I was there, for instance, the first time she watched The Thing. It’s an older movie — considered by some (me) to be a classic and considered by many others to be a bit too schlocky with too cheesy of special effects to be taken seriously in this day and age.

But imagine watching a horror film with someone who doesn’t know any of the tropes and likely twists of the genre. Imagine not knowing any of the meta-syntactic filmmaking cues that can give away the direction a story is headed. Imagine seeing a story truly for the first time and having no clue what was going to happen and living and dying with every breath.

I hope it doesn’t make me a sadist how much I enjoyed seeing her entwined helplessly in the film moment-to-moment.

It honestly put me in mind of when I was a middle schooler and read Pride and Prejudice the first time, knowing nothing about romance tropes (I was, predictably, a scifi/fantasy nerd). I was genuinely shocked when Mr. Darcy proposed. I was further shocked at what went on between Lydia and Wickham. I had no precedent for what went on in that well-worn story.

It’s a feeling I think we eventually assume is impossible to recapture. Generally when something shocks me that way at this point it’s either something extraordinarily rare and well-crafted, or (far more frequently) it’s something truly awful. The joyous storytelling river that swept me away is largely closed to me now.

It’s nice to feel I can take short rides on it, now and again, with a friend.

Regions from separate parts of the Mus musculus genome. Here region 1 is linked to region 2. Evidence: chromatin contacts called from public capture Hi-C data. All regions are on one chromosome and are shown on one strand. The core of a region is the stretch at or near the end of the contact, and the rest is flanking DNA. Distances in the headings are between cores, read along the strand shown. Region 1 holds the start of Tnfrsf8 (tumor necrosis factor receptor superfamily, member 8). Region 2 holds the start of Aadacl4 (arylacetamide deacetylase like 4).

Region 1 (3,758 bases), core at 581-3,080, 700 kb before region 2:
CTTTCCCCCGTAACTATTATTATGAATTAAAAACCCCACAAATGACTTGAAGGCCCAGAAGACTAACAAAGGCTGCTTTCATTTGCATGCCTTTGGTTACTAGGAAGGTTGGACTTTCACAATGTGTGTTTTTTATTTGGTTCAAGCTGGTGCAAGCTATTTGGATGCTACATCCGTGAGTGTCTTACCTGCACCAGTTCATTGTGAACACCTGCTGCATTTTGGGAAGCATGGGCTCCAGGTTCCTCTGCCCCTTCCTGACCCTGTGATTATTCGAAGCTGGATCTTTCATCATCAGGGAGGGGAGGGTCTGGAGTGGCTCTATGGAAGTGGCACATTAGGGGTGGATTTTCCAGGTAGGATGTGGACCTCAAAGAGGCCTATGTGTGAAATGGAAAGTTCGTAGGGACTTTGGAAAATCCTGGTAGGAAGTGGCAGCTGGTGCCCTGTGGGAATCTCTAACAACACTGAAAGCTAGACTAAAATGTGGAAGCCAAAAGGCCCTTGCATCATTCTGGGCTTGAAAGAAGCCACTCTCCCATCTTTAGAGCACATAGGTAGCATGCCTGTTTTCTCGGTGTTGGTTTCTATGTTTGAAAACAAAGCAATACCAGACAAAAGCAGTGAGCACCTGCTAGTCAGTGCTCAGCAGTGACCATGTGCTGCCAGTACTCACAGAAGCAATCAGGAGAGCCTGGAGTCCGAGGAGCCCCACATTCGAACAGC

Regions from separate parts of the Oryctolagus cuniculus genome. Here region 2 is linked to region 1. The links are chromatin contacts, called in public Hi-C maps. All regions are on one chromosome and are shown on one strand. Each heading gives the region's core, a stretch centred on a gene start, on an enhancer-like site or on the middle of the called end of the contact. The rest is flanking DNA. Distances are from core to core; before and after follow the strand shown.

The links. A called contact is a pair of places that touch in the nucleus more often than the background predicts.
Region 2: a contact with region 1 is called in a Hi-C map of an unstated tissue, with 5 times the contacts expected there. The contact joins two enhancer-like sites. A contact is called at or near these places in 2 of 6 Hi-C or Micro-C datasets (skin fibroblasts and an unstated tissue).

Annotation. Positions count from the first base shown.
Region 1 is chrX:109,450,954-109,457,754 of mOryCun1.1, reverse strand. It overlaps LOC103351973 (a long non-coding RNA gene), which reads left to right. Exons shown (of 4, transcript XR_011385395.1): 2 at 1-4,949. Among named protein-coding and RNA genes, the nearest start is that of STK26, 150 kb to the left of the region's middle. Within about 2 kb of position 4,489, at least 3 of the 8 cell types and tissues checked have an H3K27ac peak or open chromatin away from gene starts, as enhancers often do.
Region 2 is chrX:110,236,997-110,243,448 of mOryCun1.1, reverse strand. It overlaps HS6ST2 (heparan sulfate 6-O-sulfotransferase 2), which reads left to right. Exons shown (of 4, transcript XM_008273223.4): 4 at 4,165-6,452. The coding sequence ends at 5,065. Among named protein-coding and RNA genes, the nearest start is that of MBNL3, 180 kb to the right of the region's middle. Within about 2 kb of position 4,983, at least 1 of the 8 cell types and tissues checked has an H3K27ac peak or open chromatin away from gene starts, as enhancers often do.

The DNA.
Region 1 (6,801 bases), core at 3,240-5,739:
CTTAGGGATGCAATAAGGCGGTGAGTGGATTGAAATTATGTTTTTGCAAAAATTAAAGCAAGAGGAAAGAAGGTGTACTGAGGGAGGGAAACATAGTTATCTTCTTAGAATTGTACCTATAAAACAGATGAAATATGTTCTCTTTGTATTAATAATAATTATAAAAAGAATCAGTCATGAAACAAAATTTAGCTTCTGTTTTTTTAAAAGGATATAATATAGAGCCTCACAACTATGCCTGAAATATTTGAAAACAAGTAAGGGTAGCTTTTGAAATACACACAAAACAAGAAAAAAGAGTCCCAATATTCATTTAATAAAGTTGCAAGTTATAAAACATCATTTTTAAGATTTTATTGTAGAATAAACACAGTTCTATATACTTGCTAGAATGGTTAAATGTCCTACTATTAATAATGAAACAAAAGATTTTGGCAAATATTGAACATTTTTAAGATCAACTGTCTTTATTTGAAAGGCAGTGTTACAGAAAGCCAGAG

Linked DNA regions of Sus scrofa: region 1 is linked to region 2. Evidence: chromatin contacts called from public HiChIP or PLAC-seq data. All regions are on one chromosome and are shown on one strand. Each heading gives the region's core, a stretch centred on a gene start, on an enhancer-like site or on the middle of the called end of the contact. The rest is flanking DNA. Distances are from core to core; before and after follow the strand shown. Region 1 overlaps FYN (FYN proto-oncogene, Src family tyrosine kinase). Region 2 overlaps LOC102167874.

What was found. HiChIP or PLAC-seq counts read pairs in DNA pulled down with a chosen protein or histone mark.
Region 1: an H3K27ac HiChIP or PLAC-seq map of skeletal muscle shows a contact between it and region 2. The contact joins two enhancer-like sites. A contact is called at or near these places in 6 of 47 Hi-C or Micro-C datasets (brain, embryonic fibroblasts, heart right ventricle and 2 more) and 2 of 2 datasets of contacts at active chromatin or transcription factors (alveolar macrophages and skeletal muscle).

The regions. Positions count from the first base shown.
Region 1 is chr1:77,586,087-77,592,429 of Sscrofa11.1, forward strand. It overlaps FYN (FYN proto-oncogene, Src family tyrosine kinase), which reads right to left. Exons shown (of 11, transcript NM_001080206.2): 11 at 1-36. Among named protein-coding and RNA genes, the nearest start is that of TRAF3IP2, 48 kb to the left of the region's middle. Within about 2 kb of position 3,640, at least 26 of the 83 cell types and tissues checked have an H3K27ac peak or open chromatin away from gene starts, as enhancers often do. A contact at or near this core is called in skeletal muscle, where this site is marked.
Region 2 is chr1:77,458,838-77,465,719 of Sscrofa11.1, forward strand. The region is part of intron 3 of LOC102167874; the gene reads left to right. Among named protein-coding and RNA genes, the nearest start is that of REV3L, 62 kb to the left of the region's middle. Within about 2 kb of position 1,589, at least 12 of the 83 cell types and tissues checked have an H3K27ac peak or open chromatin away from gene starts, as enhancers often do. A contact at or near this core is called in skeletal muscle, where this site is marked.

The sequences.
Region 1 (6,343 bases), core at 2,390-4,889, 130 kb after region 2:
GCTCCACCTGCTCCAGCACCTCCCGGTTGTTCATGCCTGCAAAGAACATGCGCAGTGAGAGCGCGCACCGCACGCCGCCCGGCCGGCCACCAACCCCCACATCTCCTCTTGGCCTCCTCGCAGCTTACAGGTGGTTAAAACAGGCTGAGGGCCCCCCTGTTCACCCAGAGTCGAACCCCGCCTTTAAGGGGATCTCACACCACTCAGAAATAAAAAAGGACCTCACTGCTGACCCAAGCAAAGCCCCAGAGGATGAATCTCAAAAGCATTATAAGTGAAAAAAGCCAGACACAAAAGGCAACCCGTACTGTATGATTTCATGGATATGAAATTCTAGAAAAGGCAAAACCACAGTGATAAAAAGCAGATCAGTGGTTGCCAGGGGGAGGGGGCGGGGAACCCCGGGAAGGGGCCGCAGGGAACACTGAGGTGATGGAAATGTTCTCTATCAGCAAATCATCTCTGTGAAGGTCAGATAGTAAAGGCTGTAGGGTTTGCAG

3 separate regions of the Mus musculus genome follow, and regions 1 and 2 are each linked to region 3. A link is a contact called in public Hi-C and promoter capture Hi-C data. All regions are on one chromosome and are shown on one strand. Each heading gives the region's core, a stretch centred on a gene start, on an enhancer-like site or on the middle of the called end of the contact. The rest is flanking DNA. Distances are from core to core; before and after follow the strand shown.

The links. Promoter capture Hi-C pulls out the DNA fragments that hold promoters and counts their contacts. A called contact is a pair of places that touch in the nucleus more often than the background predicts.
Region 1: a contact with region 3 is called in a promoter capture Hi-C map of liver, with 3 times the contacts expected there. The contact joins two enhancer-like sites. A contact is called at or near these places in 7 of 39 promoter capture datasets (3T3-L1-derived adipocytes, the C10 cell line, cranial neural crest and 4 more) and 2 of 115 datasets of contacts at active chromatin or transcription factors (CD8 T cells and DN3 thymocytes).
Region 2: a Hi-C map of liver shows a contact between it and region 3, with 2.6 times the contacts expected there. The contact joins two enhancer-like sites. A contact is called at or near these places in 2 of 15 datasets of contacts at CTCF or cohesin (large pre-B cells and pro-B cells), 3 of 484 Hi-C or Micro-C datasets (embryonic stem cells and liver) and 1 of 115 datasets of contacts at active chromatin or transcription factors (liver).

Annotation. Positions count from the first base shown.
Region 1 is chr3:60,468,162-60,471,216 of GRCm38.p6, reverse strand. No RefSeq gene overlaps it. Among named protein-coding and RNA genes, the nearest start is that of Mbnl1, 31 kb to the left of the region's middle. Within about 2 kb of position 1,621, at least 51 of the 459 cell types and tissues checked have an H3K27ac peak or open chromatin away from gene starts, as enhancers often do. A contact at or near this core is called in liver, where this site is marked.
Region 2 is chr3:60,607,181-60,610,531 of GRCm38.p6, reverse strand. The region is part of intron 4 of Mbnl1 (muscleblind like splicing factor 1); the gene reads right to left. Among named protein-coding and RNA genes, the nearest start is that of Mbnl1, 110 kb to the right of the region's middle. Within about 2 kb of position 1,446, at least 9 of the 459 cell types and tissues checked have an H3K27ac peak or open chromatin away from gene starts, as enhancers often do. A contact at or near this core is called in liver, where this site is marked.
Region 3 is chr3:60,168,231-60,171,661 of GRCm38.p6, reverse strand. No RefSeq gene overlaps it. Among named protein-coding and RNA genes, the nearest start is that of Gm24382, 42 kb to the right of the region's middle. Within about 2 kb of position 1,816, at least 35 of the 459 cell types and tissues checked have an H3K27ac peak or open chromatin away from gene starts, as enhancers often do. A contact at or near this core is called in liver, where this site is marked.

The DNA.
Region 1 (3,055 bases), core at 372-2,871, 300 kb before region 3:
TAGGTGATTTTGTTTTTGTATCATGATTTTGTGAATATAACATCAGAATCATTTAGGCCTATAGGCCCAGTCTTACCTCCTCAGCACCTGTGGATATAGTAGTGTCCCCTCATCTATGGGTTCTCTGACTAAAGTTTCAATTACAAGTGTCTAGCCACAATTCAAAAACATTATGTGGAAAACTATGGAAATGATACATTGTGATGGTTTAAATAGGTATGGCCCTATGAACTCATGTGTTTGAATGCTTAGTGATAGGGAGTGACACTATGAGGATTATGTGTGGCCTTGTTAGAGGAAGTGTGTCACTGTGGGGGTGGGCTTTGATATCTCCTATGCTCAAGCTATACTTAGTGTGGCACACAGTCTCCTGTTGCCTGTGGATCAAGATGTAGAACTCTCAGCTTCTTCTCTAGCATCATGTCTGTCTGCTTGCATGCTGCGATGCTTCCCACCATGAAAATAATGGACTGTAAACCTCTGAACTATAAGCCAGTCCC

So she and I were talking, over the holidays, about this phenomenon she’d experienced multiple times, where she’d experience a song or a film or whatever and not like it much, but then if a friend showed it to her again, some of their enthusiasm may rub off. Or she would see its better qualities because the filter of a friend could show them to her.

This is not to say that she replaces her own opinions with those of other folks. She is a thoughtful and engaged consumer of art. She’ll mull it all over on her own terms, but she recognized how much easier it is to appreciate something when its in its home context, as it were.

She and I get together every few weeks to watch movies together and chat. It’s quite a rewarding exchange (for both of us, I hope). My knowledge and enthusiasm for her intelligence and fresh eyes.

I hope we get to keep doing it even if she gets as jaded as I am, though I honestly doubt that’s entirely possible. In the meantime, I hope she gets as much out of experiencing things with me as I get experiencing them with her!


In 2012 I fell into the depths of a really horrible depression.